Letter to the Editor
Winnipeg Free Press – Online Edition, November 17, 2010.
New condo project highlights housing needs. Province’s rent control policy hampering development
I read with interest you article regarding the new condominium project in St. James. I agree with you wholeheartedly that Winnipeg is in short supply of housing options. The Right to Housing Coalition is very concerned about the extremely low vacancy rate in Winnipeg and the lack of development sufficient to meet the demand.
I would like to point out however that the assessment that Manitoba’s rent regulations are the main problem is inaccurate. While rent regulation in its pure form can act as a deterrent to development, Manitoba’s regulatory framework is a less restrictive form of rent control (also known as second-generation rent controls) that has little impact on new development. In fact new rental developments are exempt from rent regulations for a period of 20 years. Several other exemptions also exist to ensure that regulations do not deter development and rehabilitation. Developers who have been actively building rental units in Manitoba have not been deterred from building as a result of rent controls. For example, Broadstreet Properties Ltd. have built upward of 1000 new rental unit in Winnipeg in the past 10 years and they are on record as saying that rent controls have not been the major challenge for them.
While rent controls are often cited as the main problem for new development, a recent study by the University Of Calgary School Of Public Policy shows that many factors have contributed to a growing problem that is being experienced in urban centres across the country including both regulated and unregulated.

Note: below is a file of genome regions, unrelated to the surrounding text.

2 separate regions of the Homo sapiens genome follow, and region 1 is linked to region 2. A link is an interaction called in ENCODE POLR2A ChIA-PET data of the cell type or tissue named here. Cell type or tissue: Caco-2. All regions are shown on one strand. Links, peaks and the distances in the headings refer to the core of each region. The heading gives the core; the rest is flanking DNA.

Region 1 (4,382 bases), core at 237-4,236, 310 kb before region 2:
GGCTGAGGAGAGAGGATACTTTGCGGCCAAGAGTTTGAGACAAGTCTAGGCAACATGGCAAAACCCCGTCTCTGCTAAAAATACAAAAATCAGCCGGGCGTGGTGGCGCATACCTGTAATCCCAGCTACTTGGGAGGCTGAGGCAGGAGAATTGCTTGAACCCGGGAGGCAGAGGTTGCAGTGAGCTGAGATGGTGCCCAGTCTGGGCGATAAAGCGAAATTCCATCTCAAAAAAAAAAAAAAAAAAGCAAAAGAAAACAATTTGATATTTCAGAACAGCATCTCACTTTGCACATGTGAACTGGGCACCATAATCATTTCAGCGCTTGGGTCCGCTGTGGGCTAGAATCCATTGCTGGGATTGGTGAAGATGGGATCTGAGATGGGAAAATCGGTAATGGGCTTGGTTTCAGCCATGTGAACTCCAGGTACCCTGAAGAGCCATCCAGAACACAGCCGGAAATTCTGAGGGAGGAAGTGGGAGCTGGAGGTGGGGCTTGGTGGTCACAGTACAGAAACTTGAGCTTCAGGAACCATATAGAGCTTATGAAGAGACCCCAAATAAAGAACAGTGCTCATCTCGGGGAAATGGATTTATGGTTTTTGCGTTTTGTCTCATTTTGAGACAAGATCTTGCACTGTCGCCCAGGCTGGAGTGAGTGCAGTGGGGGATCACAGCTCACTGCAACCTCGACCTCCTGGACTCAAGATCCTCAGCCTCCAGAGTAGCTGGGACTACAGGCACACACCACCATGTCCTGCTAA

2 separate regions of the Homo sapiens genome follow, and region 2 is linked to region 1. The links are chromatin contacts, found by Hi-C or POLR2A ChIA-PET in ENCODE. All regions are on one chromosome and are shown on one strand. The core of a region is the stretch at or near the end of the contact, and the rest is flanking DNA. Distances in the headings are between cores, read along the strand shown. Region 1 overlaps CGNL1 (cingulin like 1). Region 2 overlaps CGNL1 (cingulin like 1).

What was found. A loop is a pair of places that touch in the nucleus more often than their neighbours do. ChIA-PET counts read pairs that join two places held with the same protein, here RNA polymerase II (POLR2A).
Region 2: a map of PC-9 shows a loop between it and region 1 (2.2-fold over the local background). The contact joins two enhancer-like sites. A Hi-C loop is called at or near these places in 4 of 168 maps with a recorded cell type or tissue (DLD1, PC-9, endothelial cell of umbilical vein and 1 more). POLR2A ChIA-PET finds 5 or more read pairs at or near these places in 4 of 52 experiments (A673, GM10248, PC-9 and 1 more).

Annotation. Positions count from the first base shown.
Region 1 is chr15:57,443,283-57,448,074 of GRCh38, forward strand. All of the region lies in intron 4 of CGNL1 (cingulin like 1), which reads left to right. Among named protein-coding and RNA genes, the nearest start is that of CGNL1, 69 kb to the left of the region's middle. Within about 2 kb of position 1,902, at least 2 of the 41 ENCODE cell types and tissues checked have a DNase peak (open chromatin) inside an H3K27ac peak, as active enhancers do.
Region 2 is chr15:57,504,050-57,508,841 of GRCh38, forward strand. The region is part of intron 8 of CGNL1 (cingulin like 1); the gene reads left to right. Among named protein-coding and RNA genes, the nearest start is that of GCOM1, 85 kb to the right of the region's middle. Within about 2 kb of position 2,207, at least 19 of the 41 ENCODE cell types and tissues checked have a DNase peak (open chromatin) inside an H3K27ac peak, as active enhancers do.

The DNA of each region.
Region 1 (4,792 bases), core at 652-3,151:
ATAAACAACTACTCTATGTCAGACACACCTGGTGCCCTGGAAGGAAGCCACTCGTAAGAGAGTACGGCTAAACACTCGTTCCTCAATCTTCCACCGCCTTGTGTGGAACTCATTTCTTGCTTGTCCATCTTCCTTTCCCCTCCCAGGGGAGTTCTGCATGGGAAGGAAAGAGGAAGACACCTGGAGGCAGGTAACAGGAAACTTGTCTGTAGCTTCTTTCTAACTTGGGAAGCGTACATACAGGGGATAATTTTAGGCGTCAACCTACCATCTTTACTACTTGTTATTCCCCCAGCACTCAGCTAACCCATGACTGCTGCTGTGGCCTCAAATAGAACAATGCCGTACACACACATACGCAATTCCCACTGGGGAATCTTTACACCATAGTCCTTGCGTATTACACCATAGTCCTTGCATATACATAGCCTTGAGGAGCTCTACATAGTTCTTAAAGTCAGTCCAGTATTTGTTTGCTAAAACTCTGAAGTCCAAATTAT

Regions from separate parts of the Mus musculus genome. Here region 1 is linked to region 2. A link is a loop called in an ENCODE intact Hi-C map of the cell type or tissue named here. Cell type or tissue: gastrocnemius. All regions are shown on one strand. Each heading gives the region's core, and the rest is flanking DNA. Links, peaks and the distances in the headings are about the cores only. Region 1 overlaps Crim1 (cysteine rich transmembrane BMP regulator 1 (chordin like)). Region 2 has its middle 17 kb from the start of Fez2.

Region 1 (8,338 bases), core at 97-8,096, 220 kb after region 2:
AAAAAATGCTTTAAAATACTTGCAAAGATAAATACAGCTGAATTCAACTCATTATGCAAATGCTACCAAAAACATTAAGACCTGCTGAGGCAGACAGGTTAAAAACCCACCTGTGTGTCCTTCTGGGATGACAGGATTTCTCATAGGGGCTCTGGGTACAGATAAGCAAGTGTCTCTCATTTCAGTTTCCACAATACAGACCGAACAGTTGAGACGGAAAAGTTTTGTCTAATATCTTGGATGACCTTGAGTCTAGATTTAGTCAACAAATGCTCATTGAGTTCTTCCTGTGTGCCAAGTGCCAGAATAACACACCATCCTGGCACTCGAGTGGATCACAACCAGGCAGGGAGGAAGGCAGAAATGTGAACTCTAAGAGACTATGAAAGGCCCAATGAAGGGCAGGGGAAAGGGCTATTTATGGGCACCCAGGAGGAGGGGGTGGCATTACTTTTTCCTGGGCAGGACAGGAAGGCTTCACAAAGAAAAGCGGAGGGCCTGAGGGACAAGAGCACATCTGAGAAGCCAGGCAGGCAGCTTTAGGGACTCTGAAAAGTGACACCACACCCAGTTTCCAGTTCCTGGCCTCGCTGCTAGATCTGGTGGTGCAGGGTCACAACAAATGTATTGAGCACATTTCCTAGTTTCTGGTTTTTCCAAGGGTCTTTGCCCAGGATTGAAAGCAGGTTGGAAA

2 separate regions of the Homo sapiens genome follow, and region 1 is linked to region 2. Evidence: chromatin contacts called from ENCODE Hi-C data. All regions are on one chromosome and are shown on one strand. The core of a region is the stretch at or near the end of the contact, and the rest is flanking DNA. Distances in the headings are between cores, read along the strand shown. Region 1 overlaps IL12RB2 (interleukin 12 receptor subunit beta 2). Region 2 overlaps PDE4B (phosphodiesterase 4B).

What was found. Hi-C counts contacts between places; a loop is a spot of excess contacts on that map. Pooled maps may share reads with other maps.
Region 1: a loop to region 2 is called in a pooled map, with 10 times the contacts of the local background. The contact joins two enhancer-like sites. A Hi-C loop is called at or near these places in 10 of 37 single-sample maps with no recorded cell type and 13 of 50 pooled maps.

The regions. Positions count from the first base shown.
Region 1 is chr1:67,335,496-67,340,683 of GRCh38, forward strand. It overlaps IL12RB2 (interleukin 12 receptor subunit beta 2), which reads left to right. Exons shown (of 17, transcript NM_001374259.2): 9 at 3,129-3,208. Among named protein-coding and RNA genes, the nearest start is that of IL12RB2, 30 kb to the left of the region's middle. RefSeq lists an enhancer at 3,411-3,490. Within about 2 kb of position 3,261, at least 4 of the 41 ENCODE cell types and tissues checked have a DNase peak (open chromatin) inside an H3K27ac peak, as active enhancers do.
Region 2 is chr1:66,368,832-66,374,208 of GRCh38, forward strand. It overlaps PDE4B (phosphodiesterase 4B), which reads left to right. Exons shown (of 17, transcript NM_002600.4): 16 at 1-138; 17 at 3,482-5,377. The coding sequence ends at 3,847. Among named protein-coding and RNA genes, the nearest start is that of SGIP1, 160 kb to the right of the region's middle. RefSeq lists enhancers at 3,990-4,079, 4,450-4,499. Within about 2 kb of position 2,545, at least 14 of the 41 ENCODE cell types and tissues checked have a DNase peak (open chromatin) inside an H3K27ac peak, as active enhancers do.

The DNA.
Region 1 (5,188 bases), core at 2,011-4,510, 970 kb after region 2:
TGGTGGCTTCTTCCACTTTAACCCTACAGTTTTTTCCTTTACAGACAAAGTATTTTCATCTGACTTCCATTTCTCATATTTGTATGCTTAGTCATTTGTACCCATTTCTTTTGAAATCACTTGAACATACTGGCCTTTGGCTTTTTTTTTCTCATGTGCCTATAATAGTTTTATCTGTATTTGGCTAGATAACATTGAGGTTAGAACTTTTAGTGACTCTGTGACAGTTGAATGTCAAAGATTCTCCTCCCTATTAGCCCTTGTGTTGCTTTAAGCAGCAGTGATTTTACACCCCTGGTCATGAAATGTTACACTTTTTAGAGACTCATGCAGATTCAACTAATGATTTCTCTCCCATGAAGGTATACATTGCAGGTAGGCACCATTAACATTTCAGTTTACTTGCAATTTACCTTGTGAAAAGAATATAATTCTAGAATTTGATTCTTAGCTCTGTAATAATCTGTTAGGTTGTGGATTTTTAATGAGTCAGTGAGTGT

The U of C report actually includes second generation rent controls as one tool among many in their prescription for keeping rental housing affordable. It also includes several other measures that better respond to the main problems— increasing construction costs and unfavorable federal tax laws which were implemented in the late 1970’s and 1980s after which time we saw a sharp decline in the development of rental properties because it became less profitable.
The Right to Housing Coalition is a broad coalition of individuals and groups who are concerned with the lack of affordable housing options you describe. We have come to understand that the issue is a complicated one that will require a variety public policy measures to stimulate the development of supply. We encourage multiple interventions, including amendments to federal tax laws to make development profitable. I encourage you to look at some of the recent analysis of the very critical housing situation across our country. In doing so I believe you will come to a similar conclusion that there are much bigger obstacles to rental development than rent regulation and we might be better to focus our energy on
federal tax laws rather than the abolition of rent regulation, a solution that has not solved the problem in other jurisdictions.
Coordinator, Right to Housing Coalition, Manitoba